Because in today's modern world, a guy and a girl looking for love can make plans, rush home from work, wash extra carefully in certain areas, put on nice clothes, spend three hours in flirtatious conversation at the local sushi joint, say a warm good night and still come home wondering whether what they just experienced was a date or two people who wanted to be on a date but were instead simply "hanging out."
If you spend much time looking at online dating profiles -- and admit it, you do -- you'll notice that the No. 1 characteristic men seem to be seeking in a potential match is "attractive." We women (attractive or not) are overwhelmingly in search of "sensitive." For us, Mr. Right is Mr. Sensitive.
I couldn't see much when I walked into the cavernous bar at Three of Clubs in Hollywood last week, but after my eyes adjusted,
I noticed the crowd in the adjoining room.
A couple hundred literary-artsy-hipster types were schmoozing before the L.A. premiere of the Heeb Storytelling series, which had already made stops in New York City, where Heeb magazine is based, and four other cities. Like a live stage version of the irreverent magazine -- or what TimeOut described as "one part cabaret, one part Catskills" -- the show features a half-dozen writers who tell a Jewish story.
No disrespect to our mothers, but courtship rituals have changed since they were dating. So forget all their antiquated rules.
It seems a bit disingenuous for women to get all bent out of shape over Harvard President Larry Summers' recent suggestion that innate gender differences may account for variances in math and science skills. After all, most women maintain that innate gender differences exist when it comes to other highly valued skills, like communication.
My friend Dan recently complained about his move from Washington, D.C. to Manhattan. He wasn't annoyed by the tiny apartments or smelly subways. Instead, he said that when he switched his JDate location to New York, all the women he corresponded with were voting for Bush.
Yom Kippur reminds me of the time I spent in couples counseling with a serious boyfriend. My boyfriend believed he could be cruel or invasive or dishonest, but as long as he copped to his "sins" once a week, he'd be absolved (especially if he used bogus touchy-feely phrases like "I'm sorry you feel that way," "I validate your experience," and "I respect your boundaries").
"Shanda: The Making and Breaking of a Self-Loathing Jew" by Neal Karlen (Touchstone, $23). Like Bob Dylan a decade before him, writer Neal Karlen turned up on Rabbi Manis Friedman's doorstep in St. Paul, Minn., in desperate search of his soul.
Late one night, I was giving my friend Ethan a detailed play-by-play of my date when he made a frightening observation: "You don't have many close female friends in town anymore, do you?"
When I was offered a job to write on "Significant Others," a new sitcom about marriage, I'm not sure who laughed harder -- my mother or I?
I asked a young woman in a T-shirt that read, "Psycho Bitch" why she'd want to wear that.
"It's empowering!" she replied, in a tone that left the "I mean, like, duh" hanging in the air.
It's hard enough being single, but listening to those Valentine's Day gift-buying countdowns feels a lot like being Jewish and unable to participate in Christmas. So what if there are just five shopping days left before Feb. 14? It's like St. Valentine took over St. Nick's body, and now the whole coupled country is in another mall-bound tizzy. Maybe it's sour grapes, but I don't get all the hoopla.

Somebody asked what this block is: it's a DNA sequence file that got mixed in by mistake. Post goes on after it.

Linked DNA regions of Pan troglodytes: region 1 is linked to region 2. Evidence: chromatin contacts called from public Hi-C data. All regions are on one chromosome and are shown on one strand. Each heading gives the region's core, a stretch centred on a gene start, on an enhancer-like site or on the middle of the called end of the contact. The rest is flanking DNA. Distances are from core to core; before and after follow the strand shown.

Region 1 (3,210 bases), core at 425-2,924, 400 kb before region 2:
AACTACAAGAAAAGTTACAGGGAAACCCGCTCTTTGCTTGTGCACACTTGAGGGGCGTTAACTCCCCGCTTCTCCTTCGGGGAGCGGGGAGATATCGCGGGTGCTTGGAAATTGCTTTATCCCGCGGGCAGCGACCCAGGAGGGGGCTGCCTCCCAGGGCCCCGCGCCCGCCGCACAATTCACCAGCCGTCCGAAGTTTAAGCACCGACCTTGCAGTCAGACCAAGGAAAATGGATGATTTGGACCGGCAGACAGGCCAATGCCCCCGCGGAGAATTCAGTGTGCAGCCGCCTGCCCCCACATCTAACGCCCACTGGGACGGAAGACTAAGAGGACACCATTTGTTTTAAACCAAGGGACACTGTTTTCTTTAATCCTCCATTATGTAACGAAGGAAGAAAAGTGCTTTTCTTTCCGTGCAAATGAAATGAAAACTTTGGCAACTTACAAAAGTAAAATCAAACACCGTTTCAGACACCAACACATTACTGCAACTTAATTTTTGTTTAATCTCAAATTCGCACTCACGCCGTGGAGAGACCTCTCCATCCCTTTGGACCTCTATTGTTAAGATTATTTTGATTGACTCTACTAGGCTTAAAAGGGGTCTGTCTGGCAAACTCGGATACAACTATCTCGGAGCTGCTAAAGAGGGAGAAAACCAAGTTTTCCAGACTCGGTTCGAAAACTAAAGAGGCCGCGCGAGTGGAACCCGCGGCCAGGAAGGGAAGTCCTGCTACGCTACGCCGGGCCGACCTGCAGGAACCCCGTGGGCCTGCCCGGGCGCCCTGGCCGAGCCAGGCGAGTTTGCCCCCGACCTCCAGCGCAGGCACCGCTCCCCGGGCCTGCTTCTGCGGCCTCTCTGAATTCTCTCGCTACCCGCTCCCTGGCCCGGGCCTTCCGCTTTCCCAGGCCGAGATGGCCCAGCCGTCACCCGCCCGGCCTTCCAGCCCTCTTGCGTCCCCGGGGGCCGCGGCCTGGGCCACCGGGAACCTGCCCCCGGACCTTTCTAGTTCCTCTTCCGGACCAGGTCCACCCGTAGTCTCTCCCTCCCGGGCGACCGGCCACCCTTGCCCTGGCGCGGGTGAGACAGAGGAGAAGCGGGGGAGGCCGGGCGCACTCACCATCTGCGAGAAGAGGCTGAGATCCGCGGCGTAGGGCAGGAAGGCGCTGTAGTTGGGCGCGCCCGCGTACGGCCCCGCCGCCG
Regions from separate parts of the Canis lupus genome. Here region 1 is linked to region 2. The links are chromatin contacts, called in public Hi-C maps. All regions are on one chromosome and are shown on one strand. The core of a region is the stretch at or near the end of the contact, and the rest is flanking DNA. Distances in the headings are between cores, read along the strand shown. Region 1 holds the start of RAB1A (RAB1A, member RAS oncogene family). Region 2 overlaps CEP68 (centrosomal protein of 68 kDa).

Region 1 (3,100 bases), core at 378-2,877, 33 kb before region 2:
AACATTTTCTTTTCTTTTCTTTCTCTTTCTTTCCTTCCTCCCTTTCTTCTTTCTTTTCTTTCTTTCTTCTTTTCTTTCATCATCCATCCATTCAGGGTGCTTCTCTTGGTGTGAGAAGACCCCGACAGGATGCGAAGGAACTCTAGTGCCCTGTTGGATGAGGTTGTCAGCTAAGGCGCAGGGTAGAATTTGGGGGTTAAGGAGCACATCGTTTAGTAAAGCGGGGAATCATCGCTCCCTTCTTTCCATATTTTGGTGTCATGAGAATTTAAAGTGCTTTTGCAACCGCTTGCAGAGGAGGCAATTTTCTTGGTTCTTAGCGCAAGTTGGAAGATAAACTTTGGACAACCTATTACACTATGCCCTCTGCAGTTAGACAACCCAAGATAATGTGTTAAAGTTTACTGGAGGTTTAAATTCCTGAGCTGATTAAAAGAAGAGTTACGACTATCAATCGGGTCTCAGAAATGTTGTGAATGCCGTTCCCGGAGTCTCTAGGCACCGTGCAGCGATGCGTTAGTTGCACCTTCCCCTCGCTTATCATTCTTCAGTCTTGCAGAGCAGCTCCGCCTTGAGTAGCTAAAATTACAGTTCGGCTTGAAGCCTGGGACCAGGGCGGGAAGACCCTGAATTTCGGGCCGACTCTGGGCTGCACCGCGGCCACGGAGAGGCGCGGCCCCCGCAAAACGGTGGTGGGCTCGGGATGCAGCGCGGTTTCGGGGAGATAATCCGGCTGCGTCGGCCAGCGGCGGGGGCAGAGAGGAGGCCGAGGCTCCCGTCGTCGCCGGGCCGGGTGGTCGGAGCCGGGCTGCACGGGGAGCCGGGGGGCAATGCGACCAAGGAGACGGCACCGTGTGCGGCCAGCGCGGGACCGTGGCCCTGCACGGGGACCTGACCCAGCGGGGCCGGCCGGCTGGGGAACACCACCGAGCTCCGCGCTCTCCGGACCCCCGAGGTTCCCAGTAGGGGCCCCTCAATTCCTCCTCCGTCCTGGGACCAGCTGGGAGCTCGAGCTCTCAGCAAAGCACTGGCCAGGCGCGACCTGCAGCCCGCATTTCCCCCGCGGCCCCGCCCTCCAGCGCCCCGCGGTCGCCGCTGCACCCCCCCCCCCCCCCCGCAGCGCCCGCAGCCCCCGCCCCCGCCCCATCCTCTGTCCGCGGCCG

Does the grand romantic gesture really pay off?
Okay, full disclosure about ... full disclosure: I write emotionally revealing memoirs, but won't wear see-through blouses. Which is to say, I'm not the type of person who posts naked pictures of herself on the Web. But when a women's magazine asked me to write about joining an "erotic amateur photo site," I was intrigued. Let me repeat: they asked me, a petite Jewish woman who bears no resemblance to the cast of "Friends," to publicly display my body.
When my therapist suggested that I consider taking antidepressants, I panicked.
On my first day as editor-in-chief of a heavily financed Bay Area Internet startup whose mission -- its mostly female staff of trendy 20-somethings recited like a mantra -- was to "empower" young women, I realized I had a big problem.
"Will Kevin be there?" my friend Jodi asked when I invited her to my upcoming book party at Dutton's.
When it comes to faith, Niles Goldstein seems to have it in spades -- at least the faith in his own survival. After all, when the 36-year-old rabbi went on a quest to find God, he didn't play musical synagogues or do a Beatles-style sit-in with the Maharishi. Instead, he set out on a variety of dangerous pilgrimages, ranging from trekking along the unpredictable Silk Road of Central Asia to cruising with federal Drug Enforcement Administration agents through the South Bronx.
I thought I could tell the difference between Jews and gentiles, and not just by using Lenny Bruce's criteria: chocolate is Jewish and fudge is goyish.
Granted, people are individuals -- and particularly post-Sept. 11, stereotyping seems gauche if not utterly narrow-minded -- but still, I believed Jews and gentiles operate on intrinsically different levels.
Consider: "I hate my family." My friend Linda Rothstein says this means: "My family calls 10 times a day and drives me nuts, but I love them more than life itself." My friend Ashley Edwards' interpretation? "We have no contact, and my trust fund's been frozen."
"You're such an L.A. Jew," a Jewish friend in Chicago remarked recently in what turned out to be an unexpectedly expensive phone call.
When it comes to real-life rabbis, I've simply never conjured up images of 30-somethings in faded jeans and grunge-inspired oversized T-shirts who live in Greenwich Village lofts and write books detailing their sexual exploits.